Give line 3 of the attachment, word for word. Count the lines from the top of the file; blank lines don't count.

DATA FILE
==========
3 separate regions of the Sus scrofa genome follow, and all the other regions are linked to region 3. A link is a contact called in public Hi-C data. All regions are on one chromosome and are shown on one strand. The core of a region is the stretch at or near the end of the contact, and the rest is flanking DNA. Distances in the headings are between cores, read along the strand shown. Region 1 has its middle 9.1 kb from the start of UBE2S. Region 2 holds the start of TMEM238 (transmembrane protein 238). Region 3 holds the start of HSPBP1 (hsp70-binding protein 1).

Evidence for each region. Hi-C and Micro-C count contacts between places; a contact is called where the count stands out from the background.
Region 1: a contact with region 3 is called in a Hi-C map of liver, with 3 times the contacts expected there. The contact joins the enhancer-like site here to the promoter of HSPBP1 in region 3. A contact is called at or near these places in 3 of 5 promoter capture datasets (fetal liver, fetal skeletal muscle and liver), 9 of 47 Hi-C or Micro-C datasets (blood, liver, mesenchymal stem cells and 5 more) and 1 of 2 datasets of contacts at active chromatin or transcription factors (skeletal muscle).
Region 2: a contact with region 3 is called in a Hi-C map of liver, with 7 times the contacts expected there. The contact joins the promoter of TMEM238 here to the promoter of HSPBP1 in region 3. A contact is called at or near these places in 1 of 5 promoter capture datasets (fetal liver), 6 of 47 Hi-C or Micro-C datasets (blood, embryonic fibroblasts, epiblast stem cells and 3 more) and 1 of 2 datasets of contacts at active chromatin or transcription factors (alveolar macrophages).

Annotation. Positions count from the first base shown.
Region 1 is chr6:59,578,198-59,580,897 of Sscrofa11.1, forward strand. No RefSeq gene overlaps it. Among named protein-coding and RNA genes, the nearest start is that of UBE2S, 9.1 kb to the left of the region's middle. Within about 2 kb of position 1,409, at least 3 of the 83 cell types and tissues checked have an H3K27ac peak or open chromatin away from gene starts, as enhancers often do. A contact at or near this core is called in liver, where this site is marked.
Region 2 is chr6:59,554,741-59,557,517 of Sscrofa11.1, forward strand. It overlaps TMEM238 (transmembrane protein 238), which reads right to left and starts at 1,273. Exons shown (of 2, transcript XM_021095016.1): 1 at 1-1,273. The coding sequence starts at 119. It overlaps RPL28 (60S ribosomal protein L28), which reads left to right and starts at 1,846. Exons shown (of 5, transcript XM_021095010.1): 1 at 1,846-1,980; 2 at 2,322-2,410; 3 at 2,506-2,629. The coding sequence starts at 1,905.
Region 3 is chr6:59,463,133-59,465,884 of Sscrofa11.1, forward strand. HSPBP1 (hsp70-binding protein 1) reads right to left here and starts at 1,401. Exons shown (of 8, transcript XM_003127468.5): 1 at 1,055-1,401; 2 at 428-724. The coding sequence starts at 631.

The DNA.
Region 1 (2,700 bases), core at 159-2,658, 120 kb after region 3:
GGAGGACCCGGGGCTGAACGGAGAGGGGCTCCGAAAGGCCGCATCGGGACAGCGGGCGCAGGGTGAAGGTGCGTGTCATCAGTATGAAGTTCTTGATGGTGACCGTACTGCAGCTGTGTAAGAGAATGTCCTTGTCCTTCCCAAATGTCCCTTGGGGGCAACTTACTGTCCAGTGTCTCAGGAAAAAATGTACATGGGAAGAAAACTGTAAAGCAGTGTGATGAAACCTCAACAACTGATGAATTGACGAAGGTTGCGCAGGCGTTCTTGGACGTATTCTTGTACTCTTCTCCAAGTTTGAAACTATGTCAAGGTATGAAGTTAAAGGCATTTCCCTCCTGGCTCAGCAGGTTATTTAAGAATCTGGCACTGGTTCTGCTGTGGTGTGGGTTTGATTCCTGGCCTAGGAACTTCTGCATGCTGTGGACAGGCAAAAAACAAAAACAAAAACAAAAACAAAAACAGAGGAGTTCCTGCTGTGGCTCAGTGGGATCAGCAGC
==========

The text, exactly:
Region 1: a contact with region 3 is called in a Hi-C map of liver, with 3 times the contacts expected there. The contact joins the enhancer-like site here to the promoter of HSPBP1 in region 3. A contact is called at or near these places in 3 of 5 promoter capture datasets (fetal liver, fetal skeletal muscle and liver), 9 of 47 Hi-C or Micro-C datasets (blood, liver, mesenchymal stem cells and 5 more) and 1 of 2 datasets of contacts at active chromatin or transcription factors (skeletal muscle).